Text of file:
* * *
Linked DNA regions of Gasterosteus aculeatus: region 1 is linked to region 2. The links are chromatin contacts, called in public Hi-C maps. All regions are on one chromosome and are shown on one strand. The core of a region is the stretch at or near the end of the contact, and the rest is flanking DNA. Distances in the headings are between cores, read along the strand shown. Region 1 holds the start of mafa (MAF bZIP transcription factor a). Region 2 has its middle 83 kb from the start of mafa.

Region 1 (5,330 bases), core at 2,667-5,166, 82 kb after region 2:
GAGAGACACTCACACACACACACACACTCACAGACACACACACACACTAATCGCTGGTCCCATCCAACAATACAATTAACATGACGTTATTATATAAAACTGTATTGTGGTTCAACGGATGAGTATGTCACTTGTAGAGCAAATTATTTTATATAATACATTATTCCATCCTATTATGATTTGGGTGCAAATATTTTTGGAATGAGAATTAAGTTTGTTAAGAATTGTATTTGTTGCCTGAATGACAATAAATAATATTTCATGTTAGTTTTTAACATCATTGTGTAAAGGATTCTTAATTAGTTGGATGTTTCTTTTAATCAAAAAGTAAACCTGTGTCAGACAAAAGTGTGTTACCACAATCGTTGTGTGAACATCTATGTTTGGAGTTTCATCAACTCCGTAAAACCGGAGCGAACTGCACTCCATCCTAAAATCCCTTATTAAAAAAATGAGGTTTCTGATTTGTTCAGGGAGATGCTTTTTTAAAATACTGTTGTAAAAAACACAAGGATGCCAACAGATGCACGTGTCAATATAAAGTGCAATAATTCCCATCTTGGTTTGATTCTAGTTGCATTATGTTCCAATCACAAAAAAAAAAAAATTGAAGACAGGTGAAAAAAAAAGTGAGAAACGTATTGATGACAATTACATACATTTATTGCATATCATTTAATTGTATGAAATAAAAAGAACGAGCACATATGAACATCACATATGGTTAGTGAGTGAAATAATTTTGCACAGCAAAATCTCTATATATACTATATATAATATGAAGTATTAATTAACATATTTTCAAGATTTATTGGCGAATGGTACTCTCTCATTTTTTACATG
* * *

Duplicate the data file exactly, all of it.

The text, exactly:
Linked DNA regions of Gasterosteus aculeatus: region 1 is linked to region 2. The links are chromatin contacts, called in public Hi-C maps. All regions are on one chromosome and are shown on one strand. The core of a region is the stretch at or near the end of the contact, and the rest is flanking DNA. Distances in the headings are between cores, read along the strand shown. Region 1 holds the start of mafa (MAF bZIP transcription factor a). Region 2 has its middle 83 kb from the start of mafa.

Region 1 (5,330 bases), core at 2,667-5,166, 82 kb after region 2:
GAGAGACACTCACACACACACACACACTCACAGACACACACACACACTAATCGCTGGTCCCATCCAACAATACAATTAACATGACGTTATTATATAAAACTGTATTGTGGTTCAACGGATGAGTATGTCACTTGTAGAGCAAATTATTTTATATAATACATTATTCCATCCTATTATGATTTGGGTGCAAATATTTTTGGAATGAGAATTAAGTTTGTTAAGAATTGTATTTGTTGCCTGAATGACAATAAATAATATTTCATGTTAGTTTTTAACATCATTGTGTAAAGGATTCTTAATTAGTTGGATGTTTCTTTTAATCAAAAAGTAAACCTGTGTCAGACAAAAGTGTGTTACCACAATCGTTGTGTGAACATCTATGTTTGGAGTTTCATCAACTCCGTAAAACCGGAGCGAACTGCACTCCATCCTAAAATCCCTTATTAAAAAAATGAGGTTTCTGATTTGTTCAGGGAGATGCTTTTTTAAAATACTGTTGTAAAAAACACAAGGATGCCAACAGATGCACGTGTCAATATAAAGTGCAATAATTCCCATCTTGGTTTGATTCTAGTTGCATTATGTTCCAATCACAAAAAAAAAAAAATTGAAGACAGGTGAAAAAAAAAGTGAGAAACGTATTGATGACAATTACATACATTTATTGCATATCATTTAATTGTATGAAATAAAAAGAACGAGCACATATGAACATCACATATGGTTAGTGAGTGAAATAATTTTGCACAGCAAAATCTCTATATATACTATATATAATATGAAGTATTAATTAACATATTTTCAAGATTTATTGGCGAATGGTACTCTCTCATTTTTTACATG